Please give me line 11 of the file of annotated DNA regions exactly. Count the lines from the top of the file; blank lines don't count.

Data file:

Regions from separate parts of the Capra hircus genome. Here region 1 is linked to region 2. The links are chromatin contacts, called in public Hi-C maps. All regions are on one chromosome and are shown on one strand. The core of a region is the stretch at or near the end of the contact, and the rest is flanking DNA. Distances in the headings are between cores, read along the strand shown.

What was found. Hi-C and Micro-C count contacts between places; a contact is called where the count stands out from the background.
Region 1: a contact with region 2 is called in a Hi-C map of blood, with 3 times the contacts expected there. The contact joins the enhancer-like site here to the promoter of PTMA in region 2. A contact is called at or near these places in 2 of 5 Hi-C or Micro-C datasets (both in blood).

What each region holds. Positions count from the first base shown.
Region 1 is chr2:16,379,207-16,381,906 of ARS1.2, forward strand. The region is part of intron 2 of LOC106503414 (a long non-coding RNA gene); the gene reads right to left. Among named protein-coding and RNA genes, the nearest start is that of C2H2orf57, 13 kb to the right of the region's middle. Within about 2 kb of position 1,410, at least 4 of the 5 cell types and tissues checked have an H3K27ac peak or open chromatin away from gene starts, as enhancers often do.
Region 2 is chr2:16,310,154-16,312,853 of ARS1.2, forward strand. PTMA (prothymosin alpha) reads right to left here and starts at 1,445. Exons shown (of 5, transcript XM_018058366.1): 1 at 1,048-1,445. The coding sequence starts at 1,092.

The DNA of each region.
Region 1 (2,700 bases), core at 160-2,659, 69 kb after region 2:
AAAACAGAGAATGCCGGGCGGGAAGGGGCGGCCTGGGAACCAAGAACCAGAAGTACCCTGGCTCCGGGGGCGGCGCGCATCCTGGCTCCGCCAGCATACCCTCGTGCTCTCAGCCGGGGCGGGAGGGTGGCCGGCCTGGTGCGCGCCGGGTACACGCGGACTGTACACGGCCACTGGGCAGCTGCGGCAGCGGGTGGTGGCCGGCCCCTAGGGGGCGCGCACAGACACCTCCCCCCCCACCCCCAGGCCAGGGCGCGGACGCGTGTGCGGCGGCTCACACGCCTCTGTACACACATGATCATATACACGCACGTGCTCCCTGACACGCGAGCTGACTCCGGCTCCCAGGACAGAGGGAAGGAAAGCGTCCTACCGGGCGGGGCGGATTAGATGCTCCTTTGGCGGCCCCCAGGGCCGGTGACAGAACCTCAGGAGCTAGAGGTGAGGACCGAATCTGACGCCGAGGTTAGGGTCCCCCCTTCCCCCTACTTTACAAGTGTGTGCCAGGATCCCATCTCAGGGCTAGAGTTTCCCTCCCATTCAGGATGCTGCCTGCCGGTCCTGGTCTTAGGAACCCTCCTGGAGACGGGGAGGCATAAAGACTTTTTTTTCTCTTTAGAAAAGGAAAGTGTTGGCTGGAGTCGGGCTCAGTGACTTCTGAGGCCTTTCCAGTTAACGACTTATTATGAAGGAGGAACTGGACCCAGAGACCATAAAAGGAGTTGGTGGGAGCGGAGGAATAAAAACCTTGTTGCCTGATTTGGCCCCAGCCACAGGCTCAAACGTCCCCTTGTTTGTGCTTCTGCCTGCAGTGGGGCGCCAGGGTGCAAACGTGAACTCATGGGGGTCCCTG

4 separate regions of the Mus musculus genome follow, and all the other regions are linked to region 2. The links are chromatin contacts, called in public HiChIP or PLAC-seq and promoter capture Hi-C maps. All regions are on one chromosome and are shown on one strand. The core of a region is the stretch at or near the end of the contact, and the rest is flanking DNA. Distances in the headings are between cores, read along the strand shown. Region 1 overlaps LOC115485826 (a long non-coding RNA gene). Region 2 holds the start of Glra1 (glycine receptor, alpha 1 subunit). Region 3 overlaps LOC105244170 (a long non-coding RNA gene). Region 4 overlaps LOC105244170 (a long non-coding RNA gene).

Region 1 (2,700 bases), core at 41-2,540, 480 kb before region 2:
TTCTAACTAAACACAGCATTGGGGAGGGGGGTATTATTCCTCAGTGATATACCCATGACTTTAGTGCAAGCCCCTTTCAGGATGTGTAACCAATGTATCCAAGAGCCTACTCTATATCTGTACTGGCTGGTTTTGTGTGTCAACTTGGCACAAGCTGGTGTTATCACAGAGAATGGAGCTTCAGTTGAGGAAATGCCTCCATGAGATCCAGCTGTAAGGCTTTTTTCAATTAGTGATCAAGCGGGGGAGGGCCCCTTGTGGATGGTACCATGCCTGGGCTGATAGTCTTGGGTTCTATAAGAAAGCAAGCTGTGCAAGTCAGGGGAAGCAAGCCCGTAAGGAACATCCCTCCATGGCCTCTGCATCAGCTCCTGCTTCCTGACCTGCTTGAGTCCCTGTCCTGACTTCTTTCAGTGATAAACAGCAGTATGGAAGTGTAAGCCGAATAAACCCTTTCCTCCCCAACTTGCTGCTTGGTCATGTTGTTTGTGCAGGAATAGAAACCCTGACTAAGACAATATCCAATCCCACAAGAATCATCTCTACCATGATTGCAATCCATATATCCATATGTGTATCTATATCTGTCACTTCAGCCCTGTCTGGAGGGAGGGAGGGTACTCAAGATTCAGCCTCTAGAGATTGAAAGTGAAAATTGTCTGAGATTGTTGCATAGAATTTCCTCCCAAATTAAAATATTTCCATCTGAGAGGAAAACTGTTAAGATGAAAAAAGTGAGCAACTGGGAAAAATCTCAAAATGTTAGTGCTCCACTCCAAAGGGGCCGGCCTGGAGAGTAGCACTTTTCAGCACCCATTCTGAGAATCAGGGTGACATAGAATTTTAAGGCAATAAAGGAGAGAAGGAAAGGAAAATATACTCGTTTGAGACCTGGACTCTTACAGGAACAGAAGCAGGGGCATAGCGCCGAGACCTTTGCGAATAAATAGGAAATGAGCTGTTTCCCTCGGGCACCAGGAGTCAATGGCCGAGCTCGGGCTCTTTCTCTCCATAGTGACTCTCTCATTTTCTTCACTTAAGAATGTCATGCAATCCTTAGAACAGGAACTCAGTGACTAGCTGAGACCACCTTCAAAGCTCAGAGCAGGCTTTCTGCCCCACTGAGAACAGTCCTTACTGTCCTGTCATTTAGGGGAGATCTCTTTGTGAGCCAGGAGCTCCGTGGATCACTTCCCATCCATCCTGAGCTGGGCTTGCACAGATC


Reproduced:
Region 1 (2,700 bases), core at 41-2,540, 480 kb before region 2: